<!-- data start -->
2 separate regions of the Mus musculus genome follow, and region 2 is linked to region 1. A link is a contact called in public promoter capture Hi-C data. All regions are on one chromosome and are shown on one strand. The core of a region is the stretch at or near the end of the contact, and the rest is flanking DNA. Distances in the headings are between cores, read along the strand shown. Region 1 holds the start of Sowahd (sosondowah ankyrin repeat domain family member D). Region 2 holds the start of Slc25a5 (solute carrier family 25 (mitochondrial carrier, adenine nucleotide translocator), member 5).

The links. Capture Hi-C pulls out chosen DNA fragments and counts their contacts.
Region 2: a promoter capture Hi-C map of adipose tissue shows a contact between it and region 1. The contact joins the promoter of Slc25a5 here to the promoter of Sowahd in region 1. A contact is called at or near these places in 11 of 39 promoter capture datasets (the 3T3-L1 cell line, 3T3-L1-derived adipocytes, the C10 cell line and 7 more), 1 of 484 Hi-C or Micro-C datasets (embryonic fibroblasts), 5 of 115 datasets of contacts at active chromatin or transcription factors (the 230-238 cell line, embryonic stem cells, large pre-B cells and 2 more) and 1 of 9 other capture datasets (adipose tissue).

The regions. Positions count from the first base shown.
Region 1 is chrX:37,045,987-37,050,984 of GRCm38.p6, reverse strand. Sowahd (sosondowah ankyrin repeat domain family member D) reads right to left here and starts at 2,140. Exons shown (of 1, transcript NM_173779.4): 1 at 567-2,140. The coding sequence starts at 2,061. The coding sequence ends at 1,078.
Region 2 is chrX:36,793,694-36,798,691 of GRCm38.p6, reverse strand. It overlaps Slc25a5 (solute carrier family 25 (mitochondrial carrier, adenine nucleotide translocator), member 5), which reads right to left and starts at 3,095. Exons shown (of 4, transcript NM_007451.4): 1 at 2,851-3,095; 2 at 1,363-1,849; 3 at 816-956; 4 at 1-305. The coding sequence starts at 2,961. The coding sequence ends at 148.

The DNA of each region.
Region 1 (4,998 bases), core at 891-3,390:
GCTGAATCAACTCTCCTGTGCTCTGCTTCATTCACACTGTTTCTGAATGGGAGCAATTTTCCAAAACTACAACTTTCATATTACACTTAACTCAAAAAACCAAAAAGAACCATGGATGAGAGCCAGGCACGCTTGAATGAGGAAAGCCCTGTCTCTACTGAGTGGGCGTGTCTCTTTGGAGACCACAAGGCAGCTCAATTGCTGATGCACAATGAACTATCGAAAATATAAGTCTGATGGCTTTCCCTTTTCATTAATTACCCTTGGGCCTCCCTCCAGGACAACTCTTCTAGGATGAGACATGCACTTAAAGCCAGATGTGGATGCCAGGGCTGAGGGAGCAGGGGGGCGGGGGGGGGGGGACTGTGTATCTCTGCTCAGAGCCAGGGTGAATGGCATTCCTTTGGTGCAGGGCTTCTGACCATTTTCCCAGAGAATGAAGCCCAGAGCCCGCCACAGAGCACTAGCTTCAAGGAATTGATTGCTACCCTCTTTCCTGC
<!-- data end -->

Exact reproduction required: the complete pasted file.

2 separate regions of the Mus musculus genome follow, and region 2 is linked to region 1. A link is a contact called in public promoter capture Hi-C data. All regions are on one chromosome and are shown on one strand. The core of a region is the stretch at or near the end of the contact, and the rest is flanking DNA. Distances in the headings are between cores, read along the strand shown. Region 1 holds the start of Sowahd (sosondowah ankyrin repeat domain family member D). Region 2 holds the start of Slc25a5 (solute carrier family 25 (mitochondrial carrier, adenine nucleotide translocator), member 5).

The links. Capture Hi-C pulls out chosen DNA fragments and counts their contacts.
Region 2: a promoter capture Hi-C map of adipose tissue shows a contact between it and region 1. The contact joins the promoter of Slc25a5 here to the promoter of Sowahd in region 1. A contact is called at or near these places in 11 of 39 promoter capture datasets (the 3T3-L1 cell line, 3T3-L1-derived adipocytes, the C10 cell line and 7 more), 1 of 484 Hi-C or Micro-C datasets (embryonic fibroblasts), 5 of 115 datasets of contacts at active chromatin or transcription factors (the 230-238 cell line, embryonic stem cells, large pre-B cells and 2 more) and 1 of 9 other capture datasets (adipose tissue).

The regions. Positions count from the first base shown.
Region 1 is chrX:37,045,987-37,050,984 of GRCm38.p6, reverse strand. Sowahd (sosondowah ankyrin repeat domain family member D) reads right to left here and starts at 2,140. Exons shown (of 1, transcript NM_173779.4): 1 at 567-2,140. The coding sequence starts at 2,061. The coding sequence ends at 1,078.
Region 2 is chrX:36,793,694-36,798,691 of GRCm38.p6, reverse strand. It overlaps Slc25a5 (solute carrier family 25 (mitochondrial carrier, adenine nucleotide translocator), member 5), which reads right to left and starts at 3,095. Exons shown (of 4, transcript NM_007451.4): 1 at 2,851-3,095; 2 at 1,363-1,849; 3 at 816-956; 4 at 1-305. The coding sequence starts at 2,961. The coding sequence ends at 148.

The DNA of each region.
Region 1 (4,998 bases), core at 891-3,390:
GCTGAATCAACTCTCCTGTGCTCTGCTTCATTCACACTGTTTCTGAATGGGAGCAATTTTCCAAAACTACAACTTTCATATTACACTTAACTCAAAAAACCAAAAAGAACCATGGATGAGAGCCAGGCACGCTTGAATGAGGAAAGCCCTGTCTCTACTGAGTGGGCGTGTCTCTTTGGAGACCACAAGGCAGCTCAATTGCTGATGCACAATGAACTATCGAAAATATAAGTCTGATGGCTTTCCCTTTTCATTAATTACCCTTGGGCCTCCCTCCAGGACAACTCTTCTAGGATGAGACATGCACTTAAAGCCAGATGTGGATGCCAGGGCTGAGGGAGCAGGGGGGCGGGGGGGGGGGGACTGTGTATCTCTGCTCAGAGCCAGGGTGAATGGCATTCCTTTGGTGCAGGGCTTCTGACCATTTTCCCAGAGAATGAAGCCCAGAGCCCGCCACAGAGCACTAGCTTCAAGGAATTGATTGCTACCCTCTTTCCTGC